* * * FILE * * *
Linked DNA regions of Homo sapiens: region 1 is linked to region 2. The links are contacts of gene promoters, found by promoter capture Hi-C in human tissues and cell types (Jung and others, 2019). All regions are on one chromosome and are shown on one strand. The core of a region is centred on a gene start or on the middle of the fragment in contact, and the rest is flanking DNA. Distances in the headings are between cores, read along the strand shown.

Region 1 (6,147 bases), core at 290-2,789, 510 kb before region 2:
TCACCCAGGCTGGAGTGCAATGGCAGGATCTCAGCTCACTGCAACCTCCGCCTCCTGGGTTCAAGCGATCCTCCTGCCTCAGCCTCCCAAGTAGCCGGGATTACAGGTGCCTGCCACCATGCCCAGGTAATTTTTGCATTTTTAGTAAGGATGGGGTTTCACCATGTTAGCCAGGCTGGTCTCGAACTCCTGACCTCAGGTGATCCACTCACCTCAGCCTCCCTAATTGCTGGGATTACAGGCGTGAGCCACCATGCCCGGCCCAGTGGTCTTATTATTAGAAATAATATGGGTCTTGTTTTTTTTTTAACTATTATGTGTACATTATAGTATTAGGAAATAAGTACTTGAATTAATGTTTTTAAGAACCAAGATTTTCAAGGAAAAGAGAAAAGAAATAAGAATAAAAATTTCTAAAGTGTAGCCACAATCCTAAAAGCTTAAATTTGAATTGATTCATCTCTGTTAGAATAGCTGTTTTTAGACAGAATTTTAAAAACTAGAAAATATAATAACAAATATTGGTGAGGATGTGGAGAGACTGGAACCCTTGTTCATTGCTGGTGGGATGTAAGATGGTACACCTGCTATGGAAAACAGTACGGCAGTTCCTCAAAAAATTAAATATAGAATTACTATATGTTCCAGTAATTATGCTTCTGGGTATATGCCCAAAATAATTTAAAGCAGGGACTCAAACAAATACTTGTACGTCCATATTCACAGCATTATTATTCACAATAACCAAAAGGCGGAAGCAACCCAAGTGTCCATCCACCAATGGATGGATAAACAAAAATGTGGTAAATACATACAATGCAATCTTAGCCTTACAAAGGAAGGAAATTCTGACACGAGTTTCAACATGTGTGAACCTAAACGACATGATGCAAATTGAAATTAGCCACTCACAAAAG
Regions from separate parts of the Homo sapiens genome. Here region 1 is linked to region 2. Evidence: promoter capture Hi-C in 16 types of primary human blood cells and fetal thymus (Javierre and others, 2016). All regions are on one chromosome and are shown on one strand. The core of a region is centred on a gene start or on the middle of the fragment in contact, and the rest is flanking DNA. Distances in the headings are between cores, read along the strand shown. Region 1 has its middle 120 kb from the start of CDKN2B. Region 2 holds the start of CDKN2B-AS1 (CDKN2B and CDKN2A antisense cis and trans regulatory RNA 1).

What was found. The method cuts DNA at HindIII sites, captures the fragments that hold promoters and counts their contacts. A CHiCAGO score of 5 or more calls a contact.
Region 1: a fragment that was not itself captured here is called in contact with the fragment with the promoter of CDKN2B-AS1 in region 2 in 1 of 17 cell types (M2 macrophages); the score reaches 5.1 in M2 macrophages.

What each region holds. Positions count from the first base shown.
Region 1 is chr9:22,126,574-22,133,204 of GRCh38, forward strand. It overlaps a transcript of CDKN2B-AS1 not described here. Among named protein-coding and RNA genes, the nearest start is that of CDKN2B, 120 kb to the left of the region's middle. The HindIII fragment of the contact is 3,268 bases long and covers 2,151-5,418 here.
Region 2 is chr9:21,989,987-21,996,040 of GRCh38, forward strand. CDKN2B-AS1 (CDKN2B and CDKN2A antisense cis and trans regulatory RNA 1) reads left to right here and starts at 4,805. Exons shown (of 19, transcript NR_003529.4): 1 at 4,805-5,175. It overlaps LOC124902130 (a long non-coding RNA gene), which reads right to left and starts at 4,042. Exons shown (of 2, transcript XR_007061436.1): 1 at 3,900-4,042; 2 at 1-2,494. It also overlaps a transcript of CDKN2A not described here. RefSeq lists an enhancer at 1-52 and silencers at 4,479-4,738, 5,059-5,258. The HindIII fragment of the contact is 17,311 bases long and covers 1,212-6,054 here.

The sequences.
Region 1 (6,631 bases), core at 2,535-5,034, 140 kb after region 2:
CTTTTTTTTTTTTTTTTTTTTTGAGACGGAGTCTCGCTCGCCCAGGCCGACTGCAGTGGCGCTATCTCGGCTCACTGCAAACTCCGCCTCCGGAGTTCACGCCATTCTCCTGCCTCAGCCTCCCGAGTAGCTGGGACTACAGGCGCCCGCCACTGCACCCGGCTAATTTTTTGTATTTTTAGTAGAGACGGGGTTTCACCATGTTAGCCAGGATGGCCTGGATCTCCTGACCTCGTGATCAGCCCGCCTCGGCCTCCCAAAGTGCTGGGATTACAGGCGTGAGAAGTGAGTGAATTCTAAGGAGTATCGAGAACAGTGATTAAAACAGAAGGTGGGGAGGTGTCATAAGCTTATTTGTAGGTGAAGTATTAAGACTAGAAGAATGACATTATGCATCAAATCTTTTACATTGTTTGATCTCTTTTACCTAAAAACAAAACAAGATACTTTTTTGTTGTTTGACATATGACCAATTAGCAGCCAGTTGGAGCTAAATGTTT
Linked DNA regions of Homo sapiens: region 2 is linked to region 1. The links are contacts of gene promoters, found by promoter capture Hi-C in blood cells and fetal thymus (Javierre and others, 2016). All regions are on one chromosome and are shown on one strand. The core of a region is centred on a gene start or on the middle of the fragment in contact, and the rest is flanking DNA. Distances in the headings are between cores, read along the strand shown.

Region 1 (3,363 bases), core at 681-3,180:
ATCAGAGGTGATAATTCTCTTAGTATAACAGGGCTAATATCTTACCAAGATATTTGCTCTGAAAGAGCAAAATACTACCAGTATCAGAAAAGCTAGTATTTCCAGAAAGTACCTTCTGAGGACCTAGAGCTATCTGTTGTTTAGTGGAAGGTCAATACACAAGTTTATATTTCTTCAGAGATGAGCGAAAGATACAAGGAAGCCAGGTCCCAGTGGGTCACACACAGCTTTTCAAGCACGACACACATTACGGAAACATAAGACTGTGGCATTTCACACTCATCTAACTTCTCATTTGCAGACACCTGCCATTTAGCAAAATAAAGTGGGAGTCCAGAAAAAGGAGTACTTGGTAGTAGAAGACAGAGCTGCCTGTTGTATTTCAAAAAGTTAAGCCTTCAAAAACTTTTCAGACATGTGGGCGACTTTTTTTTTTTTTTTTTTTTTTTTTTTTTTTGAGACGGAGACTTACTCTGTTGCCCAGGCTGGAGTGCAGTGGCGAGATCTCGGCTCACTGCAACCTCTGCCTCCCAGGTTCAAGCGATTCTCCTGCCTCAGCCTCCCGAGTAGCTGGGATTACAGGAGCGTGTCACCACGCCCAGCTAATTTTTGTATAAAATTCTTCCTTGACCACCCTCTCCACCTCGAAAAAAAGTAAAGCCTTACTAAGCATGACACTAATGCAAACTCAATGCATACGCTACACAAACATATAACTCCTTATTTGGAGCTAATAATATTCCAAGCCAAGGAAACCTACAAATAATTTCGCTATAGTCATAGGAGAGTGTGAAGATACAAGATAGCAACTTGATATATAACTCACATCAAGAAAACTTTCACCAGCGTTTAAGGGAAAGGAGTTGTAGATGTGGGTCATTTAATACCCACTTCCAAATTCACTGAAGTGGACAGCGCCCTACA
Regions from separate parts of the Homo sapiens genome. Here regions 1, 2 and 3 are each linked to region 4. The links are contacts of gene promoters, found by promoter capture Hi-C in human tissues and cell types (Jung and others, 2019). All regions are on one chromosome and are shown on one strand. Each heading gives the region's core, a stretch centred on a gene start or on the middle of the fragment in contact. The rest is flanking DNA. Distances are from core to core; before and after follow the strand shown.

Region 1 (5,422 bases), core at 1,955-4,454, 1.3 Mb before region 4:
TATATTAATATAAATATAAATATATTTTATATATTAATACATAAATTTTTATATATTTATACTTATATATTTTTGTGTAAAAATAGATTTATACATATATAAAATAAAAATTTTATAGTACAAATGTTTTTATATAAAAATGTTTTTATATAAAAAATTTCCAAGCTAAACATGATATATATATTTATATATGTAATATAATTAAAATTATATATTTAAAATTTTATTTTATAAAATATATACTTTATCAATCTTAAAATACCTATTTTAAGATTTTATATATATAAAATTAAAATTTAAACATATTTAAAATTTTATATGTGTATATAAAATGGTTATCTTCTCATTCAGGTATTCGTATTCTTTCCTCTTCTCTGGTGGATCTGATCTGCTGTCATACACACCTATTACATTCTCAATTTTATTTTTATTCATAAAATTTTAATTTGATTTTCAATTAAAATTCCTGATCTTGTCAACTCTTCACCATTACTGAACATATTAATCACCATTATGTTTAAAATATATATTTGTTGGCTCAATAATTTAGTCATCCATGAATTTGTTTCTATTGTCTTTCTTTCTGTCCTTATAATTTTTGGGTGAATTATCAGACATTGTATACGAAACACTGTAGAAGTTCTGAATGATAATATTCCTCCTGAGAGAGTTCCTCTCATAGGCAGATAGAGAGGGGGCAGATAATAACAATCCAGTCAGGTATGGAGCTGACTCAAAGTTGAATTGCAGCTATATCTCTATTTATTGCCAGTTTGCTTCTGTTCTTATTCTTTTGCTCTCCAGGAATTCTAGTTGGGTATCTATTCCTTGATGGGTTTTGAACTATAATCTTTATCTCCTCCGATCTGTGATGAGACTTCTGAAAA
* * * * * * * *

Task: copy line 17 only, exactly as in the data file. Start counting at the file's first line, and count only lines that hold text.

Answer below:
Region 1 (5,422 bases), core at 1,955-4,454, 1.3 Mb before region 4: